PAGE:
When a Newport Beach teacher was
arrested at his home in Santa Ana for animal
endangerment, none of his neighbors knew he was
a hoarder or that his house contained 500
snakes, some rats, mice and rodents, alive and
dead. What lead to the police even investigating
was a stench coming from the home. Since one
neighbor hadn't seen the owner for a while, she
wondered if maybe he was dead inside the house,
so she called the police out of concern.
In upscale Huntington Harbour where a professor of civil engineering at Cal State Long Beach was evicted from her home, cited for 69 health and safety violations, neighbors were well aware of her horrible home but it took over a year to rectify the situation in which Elena Zagustin eventually lost the property.
The California Health & Safety Code features a receivership remedy to address the health and safety concerns stemming from the conduct of hoarding by residents. A Health & Safety Code receiver will typically enlist the assistance of adult mental health professionals in order to effectively assess and remedy the issues associated with the condition of the property, while respecting the serious mental health concerns of the occupant.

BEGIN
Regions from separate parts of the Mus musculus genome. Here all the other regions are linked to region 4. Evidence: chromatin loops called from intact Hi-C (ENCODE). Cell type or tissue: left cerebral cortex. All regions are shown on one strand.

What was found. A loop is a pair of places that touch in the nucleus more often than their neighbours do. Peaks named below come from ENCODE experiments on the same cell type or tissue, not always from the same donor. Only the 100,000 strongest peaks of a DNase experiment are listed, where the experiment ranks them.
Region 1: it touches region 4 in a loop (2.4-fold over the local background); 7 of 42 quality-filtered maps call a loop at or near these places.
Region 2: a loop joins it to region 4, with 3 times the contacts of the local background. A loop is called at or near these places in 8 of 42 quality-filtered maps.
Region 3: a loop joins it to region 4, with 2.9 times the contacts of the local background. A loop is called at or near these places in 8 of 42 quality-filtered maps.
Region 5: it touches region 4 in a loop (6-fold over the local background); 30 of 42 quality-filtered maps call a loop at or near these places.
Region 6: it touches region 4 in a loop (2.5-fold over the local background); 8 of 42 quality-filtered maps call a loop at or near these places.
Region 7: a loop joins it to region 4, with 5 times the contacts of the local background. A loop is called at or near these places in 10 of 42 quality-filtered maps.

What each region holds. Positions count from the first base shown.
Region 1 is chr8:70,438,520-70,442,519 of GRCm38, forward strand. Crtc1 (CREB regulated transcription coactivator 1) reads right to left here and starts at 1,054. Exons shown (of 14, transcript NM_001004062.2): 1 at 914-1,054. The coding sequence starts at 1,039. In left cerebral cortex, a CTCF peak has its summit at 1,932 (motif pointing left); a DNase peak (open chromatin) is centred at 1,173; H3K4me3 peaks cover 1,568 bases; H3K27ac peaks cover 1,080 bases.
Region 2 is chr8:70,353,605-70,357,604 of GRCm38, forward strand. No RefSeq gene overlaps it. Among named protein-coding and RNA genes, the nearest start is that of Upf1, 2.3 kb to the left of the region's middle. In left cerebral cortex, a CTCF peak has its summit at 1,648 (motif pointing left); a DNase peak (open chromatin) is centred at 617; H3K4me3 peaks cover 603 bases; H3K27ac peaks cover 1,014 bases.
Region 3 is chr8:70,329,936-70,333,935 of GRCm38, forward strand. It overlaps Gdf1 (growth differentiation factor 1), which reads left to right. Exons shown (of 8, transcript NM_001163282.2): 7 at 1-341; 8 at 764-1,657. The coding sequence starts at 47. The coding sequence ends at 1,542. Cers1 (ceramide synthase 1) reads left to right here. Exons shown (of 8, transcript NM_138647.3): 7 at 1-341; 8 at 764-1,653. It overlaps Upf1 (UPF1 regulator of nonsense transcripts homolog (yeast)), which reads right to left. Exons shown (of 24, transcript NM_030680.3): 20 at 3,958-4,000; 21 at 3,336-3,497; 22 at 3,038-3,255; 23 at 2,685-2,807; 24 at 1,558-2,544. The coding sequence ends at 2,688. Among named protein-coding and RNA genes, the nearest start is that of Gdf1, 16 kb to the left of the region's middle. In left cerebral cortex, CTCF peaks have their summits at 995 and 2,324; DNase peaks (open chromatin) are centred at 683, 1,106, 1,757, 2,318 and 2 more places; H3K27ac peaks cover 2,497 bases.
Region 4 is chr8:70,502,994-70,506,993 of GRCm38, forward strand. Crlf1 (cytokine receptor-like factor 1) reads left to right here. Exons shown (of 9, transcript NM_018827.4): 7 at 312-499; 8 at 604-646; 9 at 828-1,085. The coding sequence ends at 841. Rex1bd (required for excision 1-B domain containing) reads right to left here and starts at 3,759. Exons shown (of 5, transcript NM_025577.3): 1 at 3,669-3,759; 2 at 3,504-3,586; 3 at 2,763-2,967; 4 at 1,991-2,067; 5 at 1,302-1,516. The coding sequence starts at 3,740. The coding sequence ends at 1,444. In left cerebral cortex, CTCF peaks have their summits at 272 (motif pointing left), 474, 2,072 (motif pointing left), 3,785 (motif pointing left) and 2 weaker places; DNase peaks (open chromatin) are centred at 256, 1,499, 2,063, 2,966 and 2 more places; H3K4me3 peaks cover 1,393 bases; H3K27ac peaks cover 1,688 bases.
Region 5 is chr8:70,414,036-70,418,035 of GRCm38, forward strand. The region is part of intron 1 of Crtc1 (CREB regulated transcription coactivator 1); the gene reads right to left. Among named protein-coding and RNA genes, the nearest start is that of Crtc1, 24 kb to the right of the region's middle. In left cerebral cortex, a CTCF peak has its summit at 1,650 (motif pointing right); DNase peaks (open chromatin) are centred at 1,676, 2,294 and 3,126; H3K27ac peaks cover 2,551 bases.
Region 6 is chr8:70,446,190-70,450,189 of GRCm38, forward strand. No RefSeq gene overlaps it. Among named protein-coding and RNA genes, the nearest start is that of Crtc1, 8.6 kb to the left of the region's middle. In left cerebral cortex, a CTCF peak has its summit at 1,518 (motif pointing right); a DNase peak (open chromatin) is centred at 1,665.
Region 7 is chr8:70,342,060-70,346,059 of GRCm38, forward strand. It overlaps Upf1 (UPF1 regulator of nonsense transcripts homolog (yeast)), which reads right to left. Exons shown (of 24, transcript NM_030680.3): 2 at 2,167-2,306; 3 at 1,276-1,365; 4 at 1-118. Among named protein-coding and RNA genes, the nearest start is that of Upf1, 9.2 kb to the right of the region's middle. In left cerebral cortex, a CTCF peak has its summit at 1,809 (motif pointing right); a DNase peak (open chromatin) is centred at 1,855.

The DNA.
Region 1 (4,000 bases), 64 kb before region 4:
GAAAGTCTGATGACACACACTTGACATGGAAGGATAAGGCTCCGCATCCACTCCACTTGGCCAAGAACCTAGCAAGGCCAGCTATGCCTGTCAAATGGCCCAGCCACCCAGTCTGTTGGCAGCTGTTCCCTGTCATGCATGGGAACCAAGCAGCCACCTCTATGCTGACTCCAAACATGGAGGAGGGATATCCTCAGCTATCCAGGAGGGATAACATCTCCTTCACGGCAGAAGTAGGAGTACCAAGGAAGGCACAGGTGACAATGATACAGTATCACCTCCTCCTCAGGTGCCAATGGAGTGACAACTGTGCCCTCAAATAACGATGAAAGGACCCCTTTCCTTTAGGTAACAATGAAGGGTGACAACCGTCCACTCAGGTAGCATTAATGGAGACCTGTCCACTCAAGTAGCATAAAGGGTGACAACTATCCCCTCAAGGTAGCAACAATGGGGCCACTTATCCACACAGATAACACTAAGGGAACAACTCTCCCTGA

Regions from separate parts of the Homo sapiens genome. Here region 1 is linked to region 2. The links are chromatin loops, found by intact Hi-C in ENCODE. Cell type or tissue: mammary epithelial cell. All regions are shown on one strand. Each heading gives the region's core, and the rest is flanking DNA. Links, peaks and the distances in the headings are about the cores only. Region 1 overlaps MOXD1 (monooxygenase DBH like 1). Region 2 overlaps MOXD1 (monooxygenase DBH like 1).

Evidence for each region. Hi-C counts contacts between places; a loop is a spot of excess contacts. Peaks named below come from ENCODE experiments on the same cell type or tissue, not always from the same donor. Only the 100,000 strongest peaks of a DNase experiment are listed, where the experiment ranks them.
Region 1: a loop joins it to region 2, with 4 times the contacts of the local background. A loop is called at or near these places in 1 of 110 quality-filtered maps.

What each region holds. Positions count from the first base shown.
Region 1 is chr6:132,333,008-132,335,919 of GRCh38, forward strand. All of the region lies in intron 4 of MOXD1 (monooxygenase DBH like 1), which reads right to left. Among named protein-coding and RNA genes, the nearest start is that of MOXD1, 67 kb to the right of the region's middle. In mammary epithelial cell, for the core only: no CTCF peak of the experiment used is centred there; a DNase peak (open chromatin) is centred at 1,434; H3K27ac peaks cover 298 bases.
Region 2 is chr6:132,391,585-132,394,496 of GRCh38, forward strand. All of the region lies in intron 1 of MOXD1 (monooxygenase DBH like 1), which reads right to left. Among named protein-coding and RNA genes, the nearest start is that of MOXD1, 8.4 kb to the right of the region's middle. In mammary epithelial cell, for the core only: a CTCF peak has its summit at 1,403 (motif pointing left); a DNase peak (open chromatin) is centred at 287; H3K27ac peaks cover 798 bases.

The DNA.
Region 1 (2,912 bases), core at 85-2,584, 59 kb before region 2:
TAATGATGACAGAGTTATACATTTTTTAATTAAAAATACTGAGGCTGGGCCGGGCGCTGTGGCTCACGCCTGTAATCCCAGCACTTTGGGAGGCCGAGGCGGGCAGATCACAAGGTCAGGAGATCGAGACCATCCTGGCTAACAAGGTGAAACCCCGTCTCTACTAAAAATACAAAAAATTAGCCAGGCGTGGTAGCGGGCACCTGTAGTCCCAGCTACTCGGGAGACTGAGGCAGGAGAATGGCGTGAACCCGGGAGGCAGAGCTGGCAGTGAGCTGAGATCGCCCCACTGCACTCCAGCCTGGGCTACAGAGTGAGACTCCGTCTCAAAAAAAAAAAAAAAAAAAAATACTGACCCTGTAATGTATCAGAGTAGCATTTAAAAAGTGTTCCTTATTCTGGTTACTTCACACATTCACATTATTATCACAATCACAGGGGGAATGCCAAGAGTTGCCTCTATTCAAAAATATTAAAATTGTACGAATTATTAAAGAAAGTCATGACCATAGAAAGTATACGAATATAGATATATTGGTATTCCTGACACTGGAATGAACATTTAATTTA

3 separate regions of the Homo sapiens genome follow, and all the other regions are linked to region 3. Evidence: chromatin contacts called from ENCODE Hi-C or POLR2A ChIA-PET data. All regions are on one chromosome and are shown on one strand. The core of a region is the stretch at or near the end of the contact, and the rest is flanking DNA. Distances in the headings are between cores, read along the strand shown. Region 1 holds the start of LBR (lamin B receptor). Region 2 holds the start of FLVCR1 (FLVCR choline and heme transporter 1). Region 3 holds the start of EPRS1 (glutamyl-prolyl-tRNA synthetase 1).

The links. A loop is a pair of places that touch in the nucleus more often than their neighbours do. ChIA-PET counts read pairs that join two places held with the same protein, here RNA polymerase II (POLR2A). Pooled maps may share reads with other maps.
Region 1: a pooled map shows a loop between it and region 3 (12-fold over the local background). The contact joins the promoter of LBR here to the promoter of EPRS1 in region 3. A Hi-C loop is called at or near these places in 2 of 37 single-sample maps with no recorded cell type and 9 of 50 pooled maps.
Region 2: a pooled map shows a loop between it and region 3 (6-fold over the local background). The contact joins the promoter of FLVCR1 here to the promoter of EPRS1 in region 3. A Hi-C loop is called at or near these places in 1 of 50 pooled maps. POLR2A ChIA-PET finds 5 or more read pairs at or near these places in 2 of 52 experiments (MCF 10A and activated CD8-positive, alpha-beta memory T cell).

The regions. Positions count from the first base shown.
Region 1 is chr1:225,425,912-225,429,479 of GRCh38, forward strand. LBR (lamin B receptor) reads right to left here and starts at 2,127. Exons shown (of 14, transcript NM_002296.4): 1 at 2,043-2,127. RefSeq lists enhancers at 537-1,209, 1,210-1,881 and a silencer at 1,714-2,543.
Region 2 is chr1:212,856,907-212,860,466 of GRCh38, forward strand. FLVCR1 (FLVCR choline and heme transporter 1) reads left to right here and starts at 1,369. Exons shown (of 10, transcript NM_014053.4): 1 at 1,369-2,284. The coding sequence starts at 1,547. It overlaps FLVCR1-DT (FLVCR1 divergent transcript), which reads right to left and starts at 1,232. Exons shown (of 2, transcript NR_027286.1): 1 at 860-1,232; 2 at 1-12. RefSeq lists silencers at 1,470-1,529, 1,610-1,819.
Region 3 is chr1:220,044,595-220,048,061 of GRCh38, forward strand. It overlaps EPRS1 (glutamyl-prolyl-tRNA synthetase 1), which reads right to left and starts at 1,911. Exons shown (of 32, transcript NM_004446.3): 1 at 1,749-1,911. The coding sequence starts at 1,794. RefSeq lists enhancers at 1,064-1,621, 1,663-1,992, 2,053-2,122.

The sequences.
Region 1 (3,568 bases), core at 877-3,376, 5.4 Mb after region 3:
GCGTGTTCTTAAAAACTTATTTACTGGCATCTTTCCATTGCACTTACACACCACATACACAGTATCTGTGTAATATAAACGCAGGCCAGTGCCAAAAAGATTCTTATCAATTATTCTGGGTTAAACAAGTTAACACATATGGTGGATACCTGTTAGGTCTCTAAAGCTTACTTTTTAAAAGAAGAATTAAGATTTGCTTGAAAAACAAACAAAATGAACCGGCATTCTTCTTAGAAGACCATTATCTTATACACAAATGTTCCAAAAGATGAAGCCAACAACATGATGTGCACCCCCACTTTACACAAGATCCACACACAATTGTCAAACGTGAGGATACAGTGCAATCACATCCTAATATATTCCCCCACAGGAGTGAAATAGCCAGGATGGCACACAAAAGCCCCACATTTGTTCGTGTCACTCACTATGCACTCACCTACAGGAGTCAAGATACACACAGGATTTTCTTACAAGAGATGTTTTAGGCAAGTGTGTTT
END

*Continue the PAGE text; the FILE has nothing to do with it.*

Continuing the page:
The State of Washington uses a color code system with five colors from green to red, in which yellow signifies hoarding at a potential tipping point, followed by orange (high) and red (severe hoarding). Among the criteria their agencies apply to determine if you're a dangerous hoarder, a structure falling into the yellow (elevated) category might contain: